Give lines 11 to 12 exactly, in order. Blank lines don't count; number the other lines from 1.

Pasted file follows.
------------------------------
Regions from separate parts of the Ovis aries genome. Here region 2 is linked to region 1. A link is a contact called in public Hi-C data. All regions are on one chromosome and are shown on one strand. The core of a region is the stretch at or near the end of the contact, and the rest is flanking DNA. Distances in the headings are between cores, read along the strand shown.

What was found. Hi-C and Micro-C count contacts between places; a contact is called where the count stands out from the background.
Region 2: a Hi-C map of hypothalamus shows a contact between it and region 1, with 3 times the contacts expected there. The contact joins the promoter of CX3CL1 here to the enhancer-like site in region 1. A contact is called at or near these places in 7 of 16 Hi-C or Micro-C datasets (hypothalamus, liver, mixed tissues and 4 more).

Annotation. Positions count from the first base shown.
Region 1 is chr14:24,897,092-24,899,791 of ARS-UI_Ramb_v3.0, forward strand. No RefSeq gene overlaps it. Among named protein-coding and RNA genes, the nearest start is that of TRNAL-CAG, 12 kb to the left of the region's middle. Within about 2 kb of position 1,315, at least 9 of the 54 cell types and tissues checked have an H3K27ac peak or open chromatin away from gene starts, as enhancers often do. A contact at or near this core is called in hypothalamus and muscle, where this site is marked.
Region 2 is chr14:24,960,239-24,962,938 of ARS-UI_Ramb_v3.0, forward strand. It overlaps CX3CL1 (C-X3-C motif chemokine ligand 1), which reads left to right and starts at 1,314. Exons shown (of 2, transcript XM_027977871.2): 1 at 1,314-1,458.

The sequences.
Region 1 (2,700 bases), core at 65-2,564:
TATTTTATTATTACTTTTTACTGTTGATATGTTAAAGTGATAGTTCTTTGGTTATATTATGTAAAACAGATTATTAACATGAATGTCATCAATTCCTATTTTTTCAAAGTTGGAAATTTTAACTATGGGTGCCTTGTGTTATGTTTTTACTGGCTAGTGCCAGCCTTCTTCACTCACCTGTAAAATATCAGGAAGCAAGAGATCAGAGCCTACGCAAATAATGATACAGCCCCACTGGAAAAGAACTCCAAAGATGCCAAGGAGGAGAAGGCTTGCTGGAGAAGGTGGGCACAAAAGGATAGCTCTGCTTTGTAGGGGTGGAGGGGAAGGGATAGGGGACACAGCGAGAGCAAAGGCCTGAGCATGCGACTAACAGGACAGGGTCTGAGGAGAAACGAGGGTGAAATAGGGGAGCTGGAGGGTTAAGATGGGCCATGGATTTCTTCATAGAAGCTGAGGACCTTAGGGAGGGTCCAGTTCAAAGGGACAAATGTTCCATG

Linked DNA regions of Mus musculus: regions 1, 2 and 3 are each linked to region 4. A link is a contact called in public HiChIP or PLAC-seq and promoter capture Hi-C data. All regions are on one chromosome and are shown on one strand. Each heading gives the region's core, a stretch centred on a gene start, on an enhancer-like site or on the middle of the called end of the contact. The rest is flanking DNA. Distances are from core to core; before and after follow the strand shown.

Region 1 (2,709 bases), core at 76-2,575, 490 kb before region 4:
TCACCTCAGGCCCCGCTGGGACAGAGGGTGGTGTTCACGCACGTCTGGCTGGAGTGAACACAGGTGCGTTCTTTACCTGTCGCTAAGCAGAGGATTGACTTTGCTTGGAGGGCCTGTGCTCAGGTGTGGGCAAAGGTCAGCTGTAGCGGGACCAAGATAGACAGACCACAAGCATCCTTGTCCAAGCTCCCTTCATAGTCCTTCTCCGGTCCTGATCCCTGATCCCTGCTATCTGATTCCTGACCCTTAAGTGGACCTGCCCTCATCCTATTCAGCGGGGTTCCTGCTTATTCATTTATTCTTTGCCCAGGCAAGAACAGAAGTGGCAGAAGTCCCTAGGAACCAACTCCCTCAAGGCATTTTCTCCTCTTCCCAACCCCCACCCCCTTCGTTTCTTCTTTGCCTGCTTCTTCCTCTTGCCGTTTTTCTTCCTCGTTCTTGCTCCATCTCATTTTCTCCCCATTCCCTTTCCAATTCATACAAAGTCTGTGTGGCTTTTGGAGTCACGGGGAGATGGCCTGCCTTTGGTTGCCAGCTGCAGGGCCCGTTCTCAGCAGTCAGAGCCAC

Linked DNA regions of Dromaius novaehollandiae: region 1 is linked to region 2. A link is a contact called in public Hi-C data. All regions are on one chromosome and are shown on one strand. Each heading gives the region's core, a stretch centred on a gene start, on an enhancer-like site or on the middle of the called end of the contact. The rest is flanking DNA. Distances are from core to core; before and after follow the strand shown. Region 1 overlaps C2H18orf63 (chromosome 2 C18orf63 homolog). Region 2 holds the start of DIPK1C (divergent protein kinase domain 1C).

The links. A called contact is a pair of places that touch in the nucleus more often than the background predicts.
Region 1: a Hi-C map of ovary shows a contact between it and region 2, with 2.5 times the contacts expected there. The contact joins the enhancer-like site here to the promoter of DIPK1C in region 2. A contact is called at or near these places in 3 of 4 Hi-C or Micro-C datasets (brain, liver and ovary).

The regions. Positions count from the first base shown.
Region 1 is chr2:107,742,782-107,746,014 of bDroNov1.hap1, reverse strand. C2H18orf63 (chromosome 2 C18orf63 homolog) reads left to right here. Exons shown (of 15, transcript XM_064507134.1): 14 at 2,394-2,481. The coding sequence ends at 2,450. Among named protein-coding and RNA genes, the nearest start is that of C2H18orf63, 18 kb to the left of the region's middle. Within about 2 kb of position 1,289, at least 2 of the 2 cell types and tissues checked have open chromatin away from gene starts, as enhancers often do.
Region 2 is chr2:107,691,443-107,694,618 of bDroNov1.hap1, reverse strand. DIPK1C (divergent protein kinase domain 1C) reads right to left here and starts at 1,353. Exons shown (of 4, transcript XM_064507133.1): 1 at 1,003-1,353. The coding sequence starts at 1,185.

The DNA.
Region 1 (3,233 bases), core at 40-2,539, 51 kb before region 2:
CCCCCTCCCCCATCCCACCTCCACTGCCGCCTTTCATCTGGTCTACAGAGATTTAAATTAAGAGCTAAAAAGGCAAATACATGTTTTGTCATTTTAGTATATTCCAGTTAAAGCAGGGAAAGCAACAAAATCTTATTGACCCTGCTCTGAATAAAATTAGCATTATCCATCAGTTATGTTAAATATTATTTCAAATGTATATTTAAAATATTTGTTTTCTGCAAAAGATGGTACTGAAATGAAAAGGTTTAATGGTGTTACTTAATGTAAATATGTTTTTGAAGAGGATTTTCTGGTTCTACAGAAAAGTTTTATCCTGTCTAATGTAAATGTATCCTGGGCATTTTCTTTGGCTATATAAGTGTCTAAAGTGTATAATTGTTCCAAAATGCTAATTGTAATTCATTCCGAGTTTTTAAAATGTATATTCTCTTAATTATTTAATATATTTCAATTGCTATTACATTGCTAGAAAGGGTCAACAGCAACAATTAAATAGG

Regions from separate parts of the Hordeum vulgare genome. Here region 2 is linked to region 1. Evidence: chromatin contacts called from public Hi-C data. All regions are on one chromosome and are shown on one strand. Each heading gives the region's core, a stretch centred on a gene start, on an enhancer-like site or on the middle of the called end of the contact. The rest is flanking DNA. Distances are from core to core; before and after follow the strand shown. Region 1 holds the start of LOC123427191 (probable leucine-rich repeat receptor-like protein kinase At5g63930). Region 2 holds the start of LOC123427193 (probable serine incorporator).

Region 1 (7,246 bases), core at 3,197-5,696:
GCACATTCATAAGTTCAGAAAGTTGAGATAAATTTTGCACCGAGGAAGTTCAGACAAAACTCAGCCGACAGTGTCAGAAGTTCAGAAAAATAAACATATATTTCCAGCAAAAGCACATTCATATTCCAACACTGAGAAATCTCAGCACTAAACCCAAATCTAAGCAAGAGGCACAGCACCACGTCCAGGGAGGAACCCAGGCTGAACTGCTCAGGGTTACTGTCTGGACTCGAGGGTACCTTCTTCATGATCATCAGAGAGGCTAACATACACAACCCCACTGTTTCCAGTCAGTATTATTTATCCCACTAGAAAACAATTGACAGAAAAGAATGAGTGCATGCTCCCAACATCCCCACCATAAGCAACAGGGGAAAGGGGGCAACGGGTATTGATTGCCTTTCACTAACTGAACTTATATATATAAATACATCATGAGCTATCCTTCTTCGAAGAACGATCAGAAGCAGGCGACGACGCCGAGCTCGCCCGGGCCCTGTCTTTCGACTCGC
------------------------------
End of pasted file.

Region 1 (2,709 bases), core at 76-2,575, 490 kb before region 4:
TCACCTCAGGCCCCGCTGGGACAGAGGGTGGTGTTCACGCACGTCTGGCTGGAGTGAACACAGGTGCGTTCTTTACCTGTCGCTAAGCAGAGGATTGACTTTGCTTGGAGGGCCTGTGCTCAGGTGTGGGCAAAGGTCAGCTGTAGCGGGACCAAGATAGACAGACCACAAGCATCCTTGTCCAAGCTCCCTTCATAGTCCTTCTCCGGTCCTGATCCCTGATCCCTGCTATCTGATTCCTGACCCTTAAGTGGACCTGCCCTCATCCTATTCAGCGGGGTTCCTGCTTATTCATTTATTCTTTGCCCAGGCAAGAACAGAAGTGGCAGAAGTCCCTAGGAACCAACTCCCTCAAGGCATTTTCTCCTCTTCCCAACCCCCACCCCCTTCGTTTCTTCTTTGCCTGCTTCTTCCTCTTGCCGTTTTTCTTCCTCGTTCTTGCTCCATCTCATTTTCTCCCCATTCCCTTTCCAATTCATACAAAGTCTGTGTGGCTTTTGGAGTCACGGGGAGATGGCCTGCCTTTGGTTGCCAGCTGCAGGGCCCGTTCTCAGCAGTCAGAGCCAC